How Not to Die: Discover the Foods Scientifically Proven to Prevent and Reverse Disease

Authors: Michael Greger, M.D., Gene Stone

I’m way too busy (or lazy) to verify the quality of the myriad scientific papers and studies referenced throughout this book. I haven’t counted them either, but there are surely hundreds of them. So, instead I’ll just assume that at least half of what I read in this book can be discarded as flimsy. That still leaves the unignorable other half, which is a lot.

My take-away from the book is that a plant-based diet is shown repeatedly in research to improve the quality of human health. In general, I am convinced of this. At the same time, I recognize that there’s an asterisk on much of this because of the challenges inherent in nutrition research.

Personally, since I am a big fan of fruits and veggies, it’s not too hard to make them the bulk of my diet!

If you’re interested in nutrition, I think this book is worth reading. The author definitely unearths some obscure research about different foods and diseases. If you read it and happen to take the time to fact-check his sources, please let me know!

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P.F. Chang’s goes to China. 

Per the WSJ article, so far, it’s going better than Taco Bell’s attempt to break into the Mexico market. “The chain says it isn’t trying for real Chinese cuisine; diners want to know what Americans think Chinese food should taste like” learn more

On the Whole Foods shortages. 

I’ve heard speculation about Amazon’s influence being the source of the recent stock-outs. This convincing article instead lays the blame on a new inventory efficiency campaign that’s working well – maybe too well. learn more

Robot picks 50-item grocery order in 5 minutes. 

“The breakthrough and ones like it could help propel the grocery business into the modern era. The industry wants to make buying food online as simple and commonplace as purchasing clothes or consumer electronics. But fulfilling fresh food orders quickly, reliably and profitably is devilishly hard.” learn more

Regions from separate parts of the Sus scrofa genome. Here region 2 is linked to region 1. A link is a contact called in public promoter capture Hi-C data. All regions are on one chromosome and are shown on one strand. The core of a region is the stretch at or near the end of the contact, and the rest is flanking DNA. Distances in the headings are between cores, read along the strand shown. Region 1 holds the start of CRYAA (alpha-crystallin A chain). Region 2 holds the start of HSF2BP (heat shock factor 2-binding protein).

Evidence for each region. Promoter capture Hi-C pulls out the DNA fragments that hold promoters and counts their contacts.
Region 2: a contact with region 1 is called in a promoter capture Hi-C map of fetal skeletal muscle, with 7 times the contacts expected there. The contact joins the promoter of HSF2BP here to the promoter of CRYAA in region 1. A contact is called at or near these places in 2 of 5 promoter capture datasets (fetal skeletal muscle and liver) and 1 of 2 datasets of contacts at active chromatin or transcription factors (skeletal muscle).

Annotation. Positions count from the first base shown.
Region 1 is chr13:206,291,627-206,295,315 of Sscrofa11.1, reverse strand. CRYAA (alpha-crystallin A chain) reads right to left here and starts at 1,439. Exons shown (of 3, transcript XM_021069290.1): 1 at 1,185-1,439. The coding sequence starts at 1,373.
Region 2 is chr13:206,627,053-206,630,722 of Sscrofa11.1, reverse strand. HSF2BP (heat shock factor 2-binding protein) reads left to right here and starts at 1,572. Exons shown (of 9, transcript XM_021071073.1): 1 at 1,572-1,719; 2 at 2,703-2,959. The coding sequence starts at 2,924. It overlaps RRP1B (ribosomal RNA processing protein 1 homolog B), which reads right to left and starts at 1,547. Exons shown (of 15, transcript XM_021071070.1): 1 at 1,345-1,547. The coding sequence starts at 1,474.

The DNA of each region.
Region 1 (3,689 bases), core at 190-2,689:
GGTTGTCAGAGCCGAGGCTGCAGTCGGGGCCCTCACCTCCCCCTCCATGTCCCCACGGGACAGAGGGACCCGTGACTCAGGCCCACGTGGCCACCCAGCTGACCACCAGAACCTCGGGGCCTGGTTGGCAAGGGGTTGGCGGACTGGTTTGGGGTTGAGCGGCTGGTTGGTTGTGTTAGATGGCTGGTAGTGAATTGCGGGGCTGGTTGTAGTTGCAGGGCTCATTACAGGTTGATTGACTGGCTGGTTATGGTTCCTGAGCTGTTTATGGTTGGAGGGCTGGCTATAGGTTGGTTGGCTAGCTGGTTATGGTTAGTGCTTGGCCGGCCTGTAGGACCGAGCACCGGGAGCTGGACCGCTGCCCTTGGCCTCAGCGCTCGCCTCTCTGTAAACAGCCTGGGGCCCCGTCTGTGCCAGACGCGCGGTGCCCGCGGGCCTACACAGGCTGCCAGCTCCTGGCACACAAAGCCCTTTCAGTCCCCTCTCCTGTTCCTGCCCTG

Startup ClostraBio aims to cure food allergies. 

“ClostraBio … is developing therapeutics which boost this protective microbial barrier function in individuals where it has been compromised. The startup is working to develop a pill in order to administer its treatment, and currently testing for peanut allergies, with potential applications towards other allergens and protection from diseases linked to food allergies, such as eczema, asthma, and inflammatory bowel disease (IBD).” learn more

How bad science helps shape food ‘facts.’ 

You may have heard one of my rants about the lack of good research on diet and nutrition. The lack of good research makes it easy for bad research to get noticed. Things like statistical “p-hacking” are a real threat to those of us who want to learn truths while avoiding misinformation. learn more

The Future of Food. 

Check out these interesting slides presented by the CEO of Nextfood at the Nordic Next 2017 conference. He shows some interesting data about the market for food, future trends and more. |learn more